Materializing Martial Gods: Thunder Ritual, Material Culture, and the Story of Daoism in Ming China
1: Straddling Realms Sacred and Secular: The Visualization and Reception of Martial Gods in Wu Wei's Picture of Quelling Demons
Friday, March 25, 2022
3:30pm – 5:00pm EST
Location: Conv. Center, Room 316B
Sun Yat-Sen University, United States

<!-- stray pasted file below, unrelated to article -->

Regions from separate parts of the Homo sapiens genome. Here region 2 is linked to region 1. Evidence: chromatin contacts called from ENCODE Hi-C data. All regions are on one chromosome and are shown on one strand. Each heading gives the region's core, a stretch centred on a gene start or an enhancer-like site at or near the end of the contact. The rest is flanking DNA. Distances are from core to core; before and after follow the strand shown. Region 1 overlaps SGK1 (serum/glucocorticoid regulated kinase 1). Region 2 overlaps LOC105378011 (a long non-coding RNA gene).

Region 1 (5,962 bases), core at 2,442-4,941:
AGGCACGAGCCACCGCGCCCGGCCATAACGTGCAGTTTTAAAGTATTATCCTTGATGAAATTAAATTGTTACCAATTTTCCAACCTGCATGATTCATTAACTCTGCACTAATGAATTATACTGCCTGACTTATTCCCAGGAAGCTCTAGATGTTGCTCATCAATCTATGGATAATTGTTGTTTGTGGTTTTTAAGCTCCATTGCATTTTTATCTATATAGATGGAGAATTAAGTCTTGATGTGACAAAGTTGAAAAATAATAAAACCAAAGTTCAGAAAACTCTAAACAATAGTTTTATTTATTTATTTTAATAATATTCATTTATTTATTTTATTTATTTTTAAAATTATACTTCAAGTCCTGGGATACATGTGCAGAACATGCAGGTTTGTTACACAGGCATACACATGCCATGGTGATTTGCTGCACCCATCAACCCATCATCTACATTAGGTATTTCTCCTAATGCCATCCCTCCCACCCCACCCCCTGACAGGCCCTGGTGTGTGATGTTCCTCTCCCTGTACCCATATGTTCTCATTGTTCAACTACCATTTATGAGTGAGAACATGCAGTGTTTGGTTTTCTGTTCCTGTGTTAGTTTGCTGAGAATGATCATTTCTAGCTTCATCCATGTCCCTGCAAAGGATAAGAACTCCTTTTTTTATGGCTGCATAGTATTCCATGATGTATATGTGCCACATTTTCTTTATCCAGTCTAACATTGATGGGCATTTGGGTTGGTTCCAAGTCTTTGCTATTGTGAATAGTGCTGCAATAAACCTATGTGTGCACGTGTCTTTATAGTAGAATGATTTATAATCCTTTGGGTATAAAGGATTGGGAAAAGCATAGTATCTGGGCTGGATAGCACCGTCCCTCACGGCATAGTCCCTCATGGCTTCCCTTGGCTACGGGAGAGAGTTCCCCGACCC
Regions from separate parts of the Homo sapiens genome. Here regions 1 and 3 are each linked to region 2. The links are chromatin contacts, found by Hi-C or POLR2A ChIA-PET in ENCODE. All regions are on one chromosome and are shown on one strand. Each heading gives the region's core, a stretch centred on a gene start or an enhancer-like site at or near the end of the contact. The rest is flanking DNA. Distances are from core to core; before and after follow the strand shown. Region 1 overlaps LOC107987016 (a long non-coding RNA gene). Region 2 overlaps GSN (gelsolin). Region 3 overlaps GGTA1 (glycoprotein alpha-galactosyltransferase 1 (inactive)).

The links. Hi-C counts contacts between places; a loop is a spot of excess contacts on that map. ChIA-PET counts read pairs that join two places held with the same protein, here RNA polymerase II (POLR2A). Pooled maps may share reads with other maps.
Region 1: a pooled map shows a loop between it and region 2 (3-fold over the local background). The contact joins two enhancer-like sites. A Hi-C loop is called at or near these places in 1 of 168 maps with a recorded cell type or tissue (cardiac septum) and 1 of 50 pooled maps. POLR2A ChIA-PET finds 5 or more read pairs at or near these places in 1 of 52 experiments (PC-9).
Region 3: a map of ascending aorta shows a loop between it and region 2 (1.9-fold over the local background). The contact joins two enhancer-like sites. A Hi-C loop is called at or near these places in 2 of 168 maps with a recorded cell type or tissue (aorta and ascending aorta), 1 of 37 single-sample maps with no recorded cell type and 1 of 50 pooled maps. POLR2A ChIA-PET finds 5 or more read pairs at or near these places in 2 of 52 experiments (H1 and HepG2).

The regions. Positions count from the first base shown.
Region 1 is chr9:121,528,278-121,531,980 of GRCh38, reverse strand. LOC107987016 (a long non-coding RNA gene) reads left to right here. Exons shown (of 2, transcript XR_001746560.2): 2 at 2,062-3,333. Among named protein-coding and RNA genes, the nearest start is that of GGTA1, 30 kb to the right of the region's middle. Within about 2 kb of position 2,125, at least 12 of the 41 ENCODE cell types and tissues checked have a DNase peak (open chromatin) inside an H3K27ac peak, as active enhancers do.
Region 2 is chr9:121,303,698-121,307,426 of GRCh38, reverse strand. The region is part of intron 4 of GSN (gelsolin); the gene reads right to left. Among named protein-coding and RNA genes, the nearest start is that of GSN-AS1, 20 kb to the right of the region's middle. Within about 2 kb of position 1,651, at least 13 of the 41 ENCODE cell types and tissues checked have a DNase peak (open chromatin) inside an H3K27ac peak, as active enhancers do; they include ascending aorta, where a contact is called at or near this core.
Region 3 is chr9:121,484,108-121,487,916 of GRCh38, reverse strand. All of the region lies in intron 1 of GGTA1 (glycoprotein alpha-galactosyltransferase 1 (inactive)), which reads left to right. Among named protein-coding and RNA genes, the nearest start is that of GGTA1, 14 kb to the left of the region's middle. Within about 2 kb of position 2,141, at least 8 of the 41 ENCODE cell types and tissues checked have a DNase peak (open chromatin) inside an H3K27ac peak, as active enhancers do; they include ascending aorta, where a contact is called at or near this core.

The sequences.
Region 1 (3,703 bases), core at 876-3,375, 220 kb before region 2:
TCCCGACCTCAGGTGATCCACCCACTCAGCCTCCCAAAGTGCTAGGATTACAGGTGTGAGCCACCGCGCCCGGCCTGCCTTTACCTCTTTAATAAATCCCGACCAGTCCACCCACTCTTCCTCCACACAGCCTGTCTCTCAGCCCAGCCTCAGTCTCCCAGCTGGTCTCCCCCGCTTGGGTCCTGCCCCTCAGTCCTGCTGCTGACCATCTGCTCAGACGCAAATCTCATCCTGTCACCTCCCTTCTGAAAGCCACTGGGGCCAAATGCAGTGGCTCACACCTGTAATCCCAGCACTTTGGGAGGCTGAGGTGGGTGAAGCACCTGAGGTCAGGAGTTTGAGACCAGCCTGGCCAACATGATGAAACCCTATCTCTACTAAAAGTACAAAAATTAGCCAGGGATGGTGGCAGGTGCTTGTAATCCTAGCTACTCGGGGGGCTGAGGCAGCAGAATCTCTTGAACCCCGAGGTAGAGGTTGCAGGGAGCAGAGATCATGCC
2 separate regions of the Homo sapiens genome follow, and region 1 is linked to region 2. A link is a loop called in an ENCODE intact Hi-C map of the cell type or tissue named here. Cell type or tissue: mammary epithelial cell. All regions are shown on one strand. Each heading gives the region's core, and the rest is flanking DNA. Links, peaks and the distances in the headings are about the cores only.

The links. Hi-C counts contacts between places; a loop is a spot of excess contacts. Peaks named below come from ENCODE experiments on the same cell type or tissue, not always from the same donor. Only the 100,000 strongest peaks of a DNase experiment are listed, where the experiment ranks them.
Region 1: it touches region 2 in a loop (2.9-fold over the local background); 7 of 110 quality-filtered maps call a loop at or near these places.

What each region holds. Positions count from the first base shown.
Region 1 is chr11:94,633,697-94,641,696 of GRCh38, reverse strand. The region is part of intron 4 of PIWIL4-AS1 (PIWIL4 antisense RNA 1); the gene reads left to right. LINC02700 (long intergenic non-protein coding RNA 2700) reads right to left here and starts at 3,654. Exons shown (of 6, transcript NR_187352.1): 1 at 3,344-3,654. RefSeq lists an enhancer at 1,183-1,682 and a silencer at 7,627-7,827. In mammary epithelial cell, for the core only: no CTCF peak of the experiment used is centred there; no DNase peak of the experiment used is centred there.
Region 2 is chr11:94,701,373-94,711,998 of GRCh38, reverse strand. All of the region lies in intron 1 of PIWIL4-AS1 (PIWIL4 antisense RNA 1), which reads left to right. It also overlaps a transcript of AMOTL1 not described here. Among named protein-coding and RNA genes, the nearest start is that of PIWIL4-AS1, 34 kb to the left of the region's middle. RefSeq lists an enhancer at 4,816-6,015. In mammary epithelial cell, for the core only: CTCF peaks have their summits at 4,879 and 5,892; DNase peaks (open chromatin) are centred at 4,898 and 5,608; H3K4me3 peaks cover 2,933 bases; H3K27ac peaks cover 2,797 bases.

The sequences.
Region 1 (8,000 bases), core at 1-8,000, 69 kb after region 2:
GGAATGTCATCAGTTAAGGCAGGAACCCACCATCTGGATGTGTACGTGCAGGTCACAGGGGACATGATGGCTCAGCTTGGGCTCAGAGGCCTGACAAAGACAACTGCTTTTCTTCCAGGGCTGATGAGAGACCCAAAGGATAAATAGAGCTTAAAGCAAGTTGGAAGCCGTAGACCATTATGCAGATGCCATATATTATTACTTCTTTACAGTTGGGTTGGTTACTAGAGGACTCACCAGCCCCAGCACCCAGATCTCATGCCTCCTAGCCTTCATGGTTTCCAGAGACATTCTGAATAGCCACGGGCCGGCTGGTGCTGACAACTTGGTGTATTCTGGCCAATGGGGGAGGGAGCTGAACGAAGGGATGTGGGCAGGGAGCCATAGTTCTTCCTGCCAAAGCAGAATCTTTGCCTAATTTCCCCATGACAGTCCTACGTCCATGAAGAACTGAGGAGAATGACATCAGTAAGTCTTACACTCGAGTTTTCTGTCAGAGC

Focusing on a handscroll entitled Picture of Quelling Demons after Li Gonglin, painted in 1496 by the eminent court painter Wu Wei (1459-1508), this paper reveals the multifaceted meaning of Thunder martial gods and their reception in Ming China, an overlooked cultural sphere where religion and arts intersect. Over six meters long, its monochrome ink brushstrokes depict a Thunder Troop descending from the sky. The painter’s colophon dedicates it to Huang Lin, a member of Nanjing’s Embroidered-Uniform Guard and a prominent art collector in Wu’s circle of friends. The puzzling relationship between the depicted subject and the intended viewer remains unsolved, mainly due to the incomplete information on the surface, separated into two fragments when the handscroll was smuggled out of the Forbidden City by China’s last emperor, Puyi (1906-1967), among other treasures. Drawing on a variety of visual evidence in the first comprehensive study of this handscroll, I will examine the instrumental role played by prototypes from earlier Daoist liturgical paintings in Wu’s visualization of martial gods. During the Ming period, local gods were incorporated into the Daoist tradition, as were works of vernacular literature, such as the Canonization of the Gods (Fengshen yanyi), a legendary tale featured in Wu’s scroll. This paper argues that, featuring ferocious deities with militant attributes that serve the vernacular subject, this scroll was presented to Huang as a commemorative image that echoed his military identity and family honor of the Chenghua Emperor’s (1447-1487) imperial conferment, transcending the religious domain.